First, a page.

I think the last thing that I would say in terms of what we’re going to be looking at over the next couple of years—I would certainly note that this administration is talking a lot about and starting to signal its intentions with regulations and everything else on increasing transparency and accountability and program integrity—as they would put it—in terms of how the program is funded and how eligibility determinations are being made. And that could potentially pose some very, very big changes in how the program is funded—which is, to be fair, a very, very complicated system of federal dollars, state dollars, local dollars, and a lot of complexity around how states generate revenue.
But there are signals that changes are coming. And that could have very, very significant impacts in how the program is funded. And I think that will be coming at a time where our members are also starting to look above the clouds a little bit and say, “Hey, we spend most of our time in the day-to-day, but if we step back and take account of what’s going on economically in this country, we’ve been on an almost ten-year economic improvement ride, which has been great. And we’re due for an economic downturn.” Now, nobody knows when that’s coming. Is it tomorrow? Is it five years from now? Is it somewhere between? Nobody knows. Nobody knows how bad it will be. But it’s going to come. There will come a time. This is how economics work.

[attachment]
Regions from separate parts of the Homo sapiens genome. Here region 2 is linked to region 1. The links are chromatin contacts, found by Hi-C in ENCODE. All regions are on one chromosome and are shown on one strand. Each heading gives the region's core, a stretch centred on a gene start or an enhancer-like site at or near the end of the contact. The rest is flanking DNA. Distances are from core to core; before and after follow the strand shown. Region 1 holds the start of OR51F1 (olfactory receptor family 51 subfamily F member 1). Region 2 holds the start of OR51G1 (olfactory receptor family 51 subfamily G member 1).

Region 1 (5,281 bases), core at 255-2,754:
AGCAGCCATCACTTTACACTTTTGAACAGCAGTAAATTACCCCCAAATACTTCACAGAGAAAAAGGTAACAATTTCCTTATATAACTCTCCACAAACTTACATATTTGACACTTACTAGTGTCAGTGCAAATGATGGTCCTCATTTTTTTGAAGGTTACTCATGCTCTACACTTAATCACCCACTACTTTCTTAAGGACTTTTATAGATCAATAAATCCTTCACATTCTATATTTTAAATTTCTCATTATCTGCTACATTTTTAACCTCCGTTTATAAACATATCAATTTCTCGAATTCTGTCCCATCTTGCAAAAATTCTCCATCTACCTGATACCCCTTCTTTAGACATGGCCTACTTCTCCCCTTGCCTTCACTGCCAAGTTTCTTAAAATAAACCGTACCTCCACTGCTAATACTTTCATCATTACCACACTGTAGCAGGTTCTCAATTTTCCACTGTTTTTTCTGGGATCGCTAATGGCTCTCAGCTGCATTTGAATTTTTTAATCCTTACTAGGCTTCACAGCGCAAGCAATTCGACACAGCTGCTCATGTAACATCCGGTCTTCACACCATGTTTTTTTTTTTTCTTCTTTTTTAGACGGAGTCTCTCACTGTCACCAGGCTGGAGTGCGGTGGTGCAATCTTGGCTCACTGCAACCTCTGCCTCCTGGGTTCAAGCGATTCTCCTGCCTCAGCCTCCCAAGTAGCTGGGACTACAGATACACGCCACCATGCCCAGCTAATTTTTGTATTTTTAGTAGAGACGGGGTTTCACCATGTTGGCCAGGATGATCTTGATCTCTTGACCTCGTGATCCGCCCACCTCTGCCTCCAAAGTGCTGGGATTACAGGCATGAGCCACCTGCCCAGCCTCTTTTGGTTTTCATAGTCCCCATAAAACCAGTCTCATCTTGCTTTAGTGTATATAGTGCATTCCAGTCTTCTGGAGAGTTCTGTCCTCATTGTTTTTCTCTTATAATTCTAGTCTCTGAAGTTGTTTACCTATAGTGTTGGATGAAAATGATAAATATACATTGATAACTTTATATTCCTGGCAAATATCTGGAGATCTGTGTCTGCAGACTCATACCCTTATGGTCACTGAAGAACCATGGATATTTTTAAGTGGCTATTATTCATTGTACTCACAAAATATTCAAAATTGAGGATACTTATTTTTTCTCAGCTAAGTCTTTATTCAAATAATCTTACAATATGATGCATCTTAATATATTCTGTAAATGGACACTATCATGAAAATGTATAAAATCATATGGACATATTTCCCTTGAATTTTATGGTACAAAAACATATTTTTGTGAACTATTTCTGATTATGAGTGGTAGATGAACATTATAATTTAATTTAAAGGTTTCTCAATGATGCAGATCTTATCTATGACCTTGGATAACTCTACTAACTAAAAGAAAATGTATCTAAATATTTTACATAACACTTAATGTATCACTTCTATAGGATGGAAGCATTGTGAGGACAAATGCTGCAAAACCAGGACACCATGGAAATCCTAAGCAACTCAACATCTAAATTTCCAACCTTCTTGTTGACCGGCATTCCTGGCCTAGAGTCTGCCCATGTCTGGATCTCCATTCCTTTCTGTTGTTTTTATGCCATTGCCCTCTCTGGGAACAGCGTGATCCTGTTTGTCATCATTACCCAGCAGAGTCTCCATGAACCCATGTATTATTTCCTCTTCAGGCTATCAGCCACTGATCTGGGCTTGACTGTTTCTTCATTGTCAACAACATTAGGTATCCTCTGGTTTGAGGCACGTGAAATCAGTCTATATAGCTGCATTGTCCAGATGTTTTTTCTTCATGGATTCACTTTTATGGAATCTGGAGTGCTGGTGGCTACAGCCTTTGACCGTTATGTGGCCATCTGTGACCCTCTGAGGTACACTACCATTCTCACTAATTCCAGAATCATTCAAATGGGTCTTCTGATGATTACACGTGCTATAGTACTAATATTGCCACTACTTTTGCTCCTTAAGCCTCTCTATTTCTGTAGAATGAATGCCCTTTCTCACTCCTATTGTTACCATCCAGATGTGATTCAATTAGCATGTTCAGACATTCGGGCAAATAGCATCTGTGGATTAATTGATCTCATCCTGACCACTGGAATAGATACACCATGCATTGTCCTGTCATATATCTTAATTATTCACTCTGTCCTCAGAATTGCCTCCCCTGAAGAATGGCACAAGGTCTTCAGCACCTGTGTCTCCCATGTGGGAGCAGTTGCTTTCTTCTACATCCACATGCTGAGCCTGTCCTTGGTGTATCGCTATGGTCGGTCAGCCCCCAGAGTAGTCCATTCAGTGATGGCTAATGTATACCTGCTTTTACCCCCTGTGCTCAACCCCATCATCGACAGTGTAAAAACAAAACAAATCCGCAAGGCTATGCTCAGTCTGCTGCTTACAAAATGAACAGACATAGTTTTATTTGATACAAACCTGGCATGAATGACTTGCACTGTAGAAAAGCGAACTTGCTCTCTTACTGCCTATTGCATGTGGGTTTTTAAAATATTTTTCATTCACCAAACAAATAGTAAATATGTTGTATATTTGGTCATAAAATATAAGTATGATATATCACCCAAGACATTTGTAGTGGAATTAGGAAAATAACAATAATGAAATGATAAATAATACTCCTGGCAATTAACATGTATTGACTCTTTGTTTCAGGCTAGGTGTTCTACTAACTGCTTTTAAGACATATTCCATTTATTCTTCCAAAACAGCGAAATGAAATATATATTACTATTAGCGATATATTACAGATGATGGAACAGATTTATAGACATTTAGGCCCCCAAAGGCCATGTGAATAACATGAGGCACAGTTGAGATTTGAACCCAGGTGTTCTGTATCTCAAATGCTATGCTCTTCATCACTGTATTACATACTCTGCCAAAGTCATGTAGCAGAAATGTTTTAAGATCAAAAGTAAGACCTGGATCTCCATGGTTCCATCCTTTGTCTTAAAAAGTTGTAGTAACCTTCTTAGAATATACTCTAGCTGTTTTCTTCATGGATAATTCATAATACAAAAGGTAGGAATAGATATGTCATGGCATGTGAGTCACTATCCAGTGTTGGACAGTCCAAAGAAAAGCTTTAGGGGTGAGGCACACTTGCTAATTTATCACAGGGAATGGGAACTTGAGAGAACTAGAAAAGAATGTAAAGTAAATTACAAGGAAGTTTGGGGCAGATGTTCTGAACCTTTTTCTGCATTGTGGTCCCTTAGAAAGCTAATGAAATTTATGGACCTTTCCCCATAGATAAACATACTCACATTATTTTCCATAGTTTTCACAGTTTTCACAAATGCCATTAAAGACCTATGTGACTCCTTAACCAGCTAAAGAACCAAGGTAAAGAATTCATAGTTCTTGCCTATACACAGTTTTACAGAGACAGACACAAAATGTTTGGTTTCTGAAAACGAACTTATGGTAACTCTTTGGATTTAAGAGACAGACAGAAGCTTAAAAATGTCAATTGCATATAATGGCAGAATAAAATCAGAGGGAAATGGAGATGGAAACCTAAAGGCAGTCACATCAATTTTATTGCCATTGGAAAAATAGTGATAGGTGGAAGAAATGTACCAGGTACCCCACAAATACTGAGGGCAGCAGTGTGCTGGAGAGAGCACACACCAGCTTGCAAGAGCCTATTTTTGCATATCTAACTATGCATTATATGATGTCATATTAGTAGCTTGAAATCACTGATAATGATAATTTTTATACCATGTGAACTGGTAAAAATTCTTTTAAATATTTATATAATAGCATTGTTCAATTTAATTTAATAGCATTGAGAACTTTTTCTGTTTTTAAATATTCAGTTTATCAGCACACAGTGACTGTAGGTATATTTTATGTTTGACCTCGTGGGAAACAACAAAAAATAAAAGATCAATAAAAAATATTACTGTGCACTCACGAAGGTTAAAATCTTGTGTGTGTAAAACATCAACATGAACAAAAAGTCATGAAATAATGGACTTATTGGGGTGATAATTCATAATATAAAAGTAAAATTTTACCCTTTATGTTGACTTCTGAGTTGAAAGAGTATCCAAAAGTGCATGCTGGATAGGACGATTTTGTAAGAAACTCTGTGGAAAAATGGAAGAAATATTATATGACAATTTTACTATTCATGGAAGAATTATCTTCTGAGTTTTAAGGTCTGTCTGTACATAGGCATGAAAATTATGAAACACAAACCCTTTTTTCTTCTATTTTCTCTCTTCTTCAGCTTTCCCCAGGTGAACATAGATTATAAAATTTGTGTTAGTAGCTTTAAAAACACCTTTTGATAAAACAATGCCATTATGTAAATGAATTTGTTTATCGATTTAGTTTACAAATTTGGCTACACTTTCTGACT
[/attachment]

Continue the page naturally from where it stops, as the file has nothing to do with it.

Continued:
And so what our folks are really starting to think about is—we’ve taken to calling it strategic sustainability. And that brings a whole bunch of threads together of: Traditionally, historically, as this country has gone through economic downturns, Medicaid gets hit with this perfect storm of, “When the economy goes south, then not only do people lose jobs and therefore increase the rolls on public programs, Medicaid and others—but at the same time, because of that economic downturn, state revenues go down.”
And so, at the same time that the cost of providing benefits—because you’re serving more people—goes up, the ability of states to finance that goes down. And traditionally, what we’ve had to do is rather rudimentary efforts to balance the budget, because that’s also important. States have to balance their budget every single year, unlike our friends in the federal government. So, historically, what they’ve done is sort of this: “Well, can we cut eligibility? Can we cut benefits? Or can we cut provider reimbursements?” And none of those are popular; none of those are good things in the grand scheme of things. But what else are your choices?
What we’re really looking at now is—and DSRIP kind of works into this, and these other types of health transformations work into this by saying, “Hey, can we make these investments now when times are relatively good? So that when the economy goes south, we’re going to be better protected, better supported, and better able to roll with this changing tide without having to resort to bluntly cutting eligibility, cutting benefits, or dropping reimbursement rates too low. And I think part of the challenge will be: How does some of this administration’s efforts to squeeze down on Medicaid financing—how is that going to negatively impact some of those strategic sustainability efforts?
Gordon: Wow. Winter is coming. Well, Matt Salo, thank you so much for your time today.
Matt: My pleasure. This is a great conversation.